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[greenyes] Bush Administration Policy on Climate Disruption


March 16, 2005
Climate Change Is Called Economic Threat at Talks

lONDON, March 15 - The British government gathered together environment and
energy officials from 20 countries on Tuesday to discuss climate change,
which Britain has declared a top issue as it takes the leadership of the
Group of 8 industrialized nations.
Britain's finance minister, Gordon Brown, told the delegates here at the
opening of the meetings that the changing climate could no longer be
considered just an environmental issue, but a real threat to economic
"We have sufficient evidence that human-made climate change is the most
far-reaching and almost certainly the most threatening of all the
environmental challenges facing us," Mr. Brown said. Problems from soil
erosion to the depletion of marine stocks "threaten future economic activity
and growth" around the world, he said.
Mr. Brown called on wealthy nations to solve these problems, both because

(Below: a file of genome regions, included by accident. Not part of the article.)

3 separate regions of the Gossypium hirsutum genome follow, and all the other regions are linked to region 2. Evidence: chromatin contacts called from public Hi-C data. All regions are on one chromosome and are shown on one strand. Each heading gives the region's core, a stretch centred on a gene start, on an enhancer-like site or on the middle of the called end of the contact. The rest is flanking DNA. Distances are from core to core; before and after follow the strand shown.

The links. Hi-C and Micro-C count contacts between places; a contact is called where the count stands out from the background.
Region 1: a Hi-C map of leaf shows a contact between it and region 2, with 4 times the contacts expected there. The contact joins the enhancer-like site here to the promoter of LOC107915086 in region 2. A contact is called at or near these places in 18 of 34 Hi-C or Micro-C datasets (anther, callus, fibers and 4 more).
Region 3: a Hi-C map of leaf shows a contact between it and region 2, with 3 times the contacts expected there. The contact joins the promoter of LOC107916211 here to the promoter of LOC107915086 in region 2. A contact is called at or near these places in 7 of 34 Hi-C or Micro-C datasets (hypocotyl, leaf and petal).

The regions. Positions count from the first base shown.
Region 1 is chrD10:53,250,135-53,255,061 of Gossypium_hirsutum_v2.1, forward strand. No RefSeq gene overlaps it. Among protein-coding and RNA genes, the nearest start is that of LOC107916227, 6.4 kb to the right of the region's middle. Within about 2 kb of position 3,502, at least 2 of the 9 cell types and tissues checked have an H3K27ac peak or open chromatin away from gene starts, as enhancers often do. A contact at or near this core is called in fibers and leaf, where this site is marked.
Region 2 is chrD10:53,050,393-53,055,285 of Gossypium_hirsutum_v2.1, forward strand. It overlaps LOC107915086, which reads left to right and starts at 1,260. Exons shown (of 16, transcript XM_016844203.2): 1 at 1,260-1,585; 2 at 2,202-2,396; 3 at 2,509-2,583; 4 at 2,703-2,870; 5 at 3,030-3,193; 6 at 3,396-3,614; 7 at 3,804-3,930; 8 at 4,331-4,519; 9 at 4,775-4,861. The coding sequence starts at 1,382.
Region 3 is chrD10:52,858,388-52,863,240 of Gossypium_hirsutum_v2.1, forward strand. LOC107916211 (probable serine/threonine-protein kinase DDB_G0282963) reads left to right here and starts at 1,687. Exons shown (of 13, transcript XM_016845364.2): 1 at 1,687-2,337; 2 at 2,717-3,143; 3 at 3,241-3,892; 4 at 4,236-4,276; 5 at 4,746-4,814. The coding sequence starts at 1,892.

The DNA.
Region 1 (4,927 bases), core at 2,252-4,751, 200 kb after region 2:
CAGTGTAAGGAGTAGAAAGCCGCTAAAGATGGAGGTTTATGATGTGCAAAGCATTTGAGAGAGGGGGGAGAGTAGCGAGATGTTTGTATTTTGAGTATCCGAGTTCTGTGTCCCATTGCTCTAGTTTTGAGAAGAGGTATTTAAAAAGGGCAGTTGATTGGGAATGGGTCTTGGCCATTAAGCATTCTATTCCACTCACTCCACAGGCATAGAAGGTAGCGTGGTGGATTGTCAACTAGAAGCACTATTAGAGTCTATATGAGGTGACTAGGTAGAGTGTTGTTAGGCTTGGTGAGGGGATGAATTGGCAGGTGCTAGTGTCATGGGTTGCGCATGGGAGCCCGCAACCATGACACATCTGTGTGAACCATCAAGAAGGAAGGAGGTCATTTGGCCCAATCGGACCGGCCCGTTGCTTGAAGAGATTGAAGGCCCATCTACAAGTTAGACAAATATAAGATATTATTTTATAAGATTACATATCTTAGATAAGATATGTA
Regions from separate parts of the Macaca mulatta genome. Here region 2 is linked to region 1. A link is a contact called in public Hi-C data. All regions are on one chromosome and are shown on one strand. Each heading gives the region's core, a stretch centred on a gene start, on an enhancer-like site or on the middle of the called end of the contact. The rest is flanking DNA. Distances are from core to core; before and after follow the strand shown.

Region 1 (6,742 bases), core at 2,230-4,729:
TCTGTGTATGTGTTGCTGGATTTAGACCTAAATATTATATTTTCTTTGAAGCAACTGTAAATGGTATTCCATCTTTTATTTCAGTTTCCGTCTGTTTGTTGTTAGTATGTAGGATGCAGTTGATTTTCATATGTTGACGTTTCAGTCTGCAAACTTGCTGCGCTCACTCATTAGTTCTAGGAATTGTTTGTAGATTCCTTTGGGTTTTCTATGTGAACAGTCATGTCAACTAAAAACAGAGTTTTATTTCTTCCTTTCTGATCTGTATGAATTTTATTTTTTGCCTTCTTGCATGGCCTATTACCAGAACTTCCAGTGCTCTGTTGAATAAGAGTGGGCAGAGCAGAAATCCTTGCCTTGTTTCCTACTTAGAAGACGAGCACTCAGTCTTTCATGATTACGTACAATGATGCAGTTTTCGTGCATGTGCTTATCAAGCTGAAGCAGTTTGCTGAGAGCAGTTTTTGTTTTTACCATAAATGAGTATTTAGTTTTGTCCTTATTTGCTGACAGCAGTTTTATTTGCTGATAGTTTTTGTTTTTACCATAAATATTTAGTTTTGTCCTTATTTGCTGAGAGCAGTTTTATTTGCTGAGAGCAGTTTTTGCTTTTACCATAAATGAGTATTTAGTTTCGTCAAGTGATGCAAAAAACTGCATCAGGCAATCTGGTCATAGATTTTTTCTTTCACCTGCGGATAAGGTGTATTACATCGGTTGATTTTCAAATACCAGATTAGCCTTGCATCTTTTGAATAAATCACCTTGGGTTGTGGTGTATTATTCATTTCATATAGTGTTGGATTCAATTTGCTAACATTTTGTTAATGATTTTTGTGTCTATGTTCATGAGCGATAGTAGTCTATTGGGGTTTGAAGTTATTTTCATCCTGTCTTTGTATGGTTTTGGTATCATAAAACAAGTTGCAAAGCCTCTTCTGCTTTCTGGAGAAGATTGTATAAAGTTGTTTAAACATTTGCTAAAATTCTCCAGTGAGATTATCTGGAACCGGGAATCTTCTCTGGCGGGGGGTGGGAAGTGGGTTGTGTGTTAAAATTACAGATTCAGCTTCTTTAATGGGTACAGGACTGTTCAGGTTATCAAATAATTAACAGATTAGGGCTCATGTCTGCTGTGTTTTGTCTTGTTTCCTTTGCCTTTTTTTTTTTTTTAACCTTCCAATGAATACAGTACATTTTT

they had caused them, he said, and because less developed nations will feel
their effects more keenly. "Climate change is an issue of justice as much of
economic development," he said.
The British government and the Bush administration differ over the
importance of greenhouse gases, mostly notably in the Kyoto agreement on
limiting emissions that went into effect last month without the backing of
the United States.
The same day that Mr. Brown talked about cutting emissions, an American
delegate, James L. Connaughton, chairman of the United States Council on
Environmental Quality, told the BBC in an interview that the science was
still contested. "We are still working on the issue of causation, the extent
to which humans are a factor" in global warming, he said. He added, though,
that they might well be a factor.
Peter Anderson, President
4513 Vernon Blvd. Suite 15
Madison, WI 53705-4964
Ph: (608) 231-1100
Fax: (608) 233-0011
Cell: (608) 698-1314
eMail: anderson@no.address

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